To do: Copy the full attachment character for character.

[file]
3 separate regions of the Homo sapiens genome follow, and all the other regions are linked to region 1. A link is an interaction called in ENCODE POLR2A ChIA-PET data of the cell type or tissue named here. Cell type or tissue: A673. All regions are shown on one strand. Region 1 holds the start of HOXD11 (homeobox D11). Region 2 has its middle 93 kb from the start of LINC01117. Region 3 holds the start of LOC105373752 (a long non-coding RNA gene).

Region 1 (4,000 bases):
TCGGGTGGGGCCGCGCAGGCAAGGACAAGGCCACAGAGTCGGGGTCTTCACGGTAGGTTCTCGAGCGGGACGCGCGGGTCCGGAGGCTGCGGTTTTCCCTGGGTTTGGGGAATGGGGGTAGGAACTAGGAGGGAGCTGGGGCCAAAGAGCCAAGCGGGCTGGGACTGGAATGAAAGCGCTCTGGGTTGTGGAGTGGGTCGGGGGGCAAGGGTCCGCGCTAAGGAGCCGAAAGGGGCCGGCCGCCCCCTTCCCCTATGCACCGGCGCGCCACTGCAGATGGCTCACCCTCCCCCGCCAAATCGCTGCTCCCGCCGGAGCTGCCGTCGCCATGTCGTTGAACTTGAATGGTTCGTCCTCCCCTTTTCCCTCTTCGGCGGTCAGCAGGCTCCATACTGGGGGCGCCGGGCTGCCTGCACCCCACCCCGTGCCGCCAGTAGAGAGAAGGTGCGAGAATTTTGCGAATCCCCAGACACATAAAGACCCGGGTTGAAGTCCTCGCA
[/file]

3 separate regions of the Homo sapiens genome follow, and all the other regions are linked to region 1. A link is an interaction called in ENCODE POLR2A ChIA-PET data of the cell type or tissue named here. Cell type or tissue: A673. All regions are shown on one strand. Region 1 holds the start of HOXD11 (homeobox D11). Region 2 has its middle 93 kb from the start of LINC01117. Region 3 holds the start of LOC105373752 (a long non-coding RNA gene).

Region 1 (4,000 bases):
TCGGGTGGGGCCGCGCAGGCAAGGACAAGGCCACAGAGTCGGGGTCTTCACGGTAGGTTCTCGAGCGGGACGCGCGGGTCCGGAGGCTGCGGTTTTCCCTGGGTTTGGGGAATGGGGGTAGGAACTAGGAGGGAGCTGGGGCCAAAGAGCCAAGCGGGCTGGGACTGGAATGAAAGCGCTCTGGGTTGTGGAGTGGGTCGGGGGGCAAGGGTCCGCGCTAAGGAGCCGAAAGGGGCCGGCCGCCCCCTTCCCCTATGCACCGGCGCGCCACTGCAGATGGCTCACCCTCCCCCGCCAAATCGCTGCTCCCGCCGGAGCTGCCGTCGCCATGTCGTTGAACTTGAATGGTTCGTCCTCCCCTTTTCCCTCTTCGGCGGTCAGCAGGCTCCATACTGGGGGCGCCGGGCTGCCTGCACCCCACCCCGTGCCGCCAGTAGAGAGAAGGTGCGAGAATTTTGCGAATCCCCAGACACATAAAGACCCGGGTTGAAGTCCTCGCA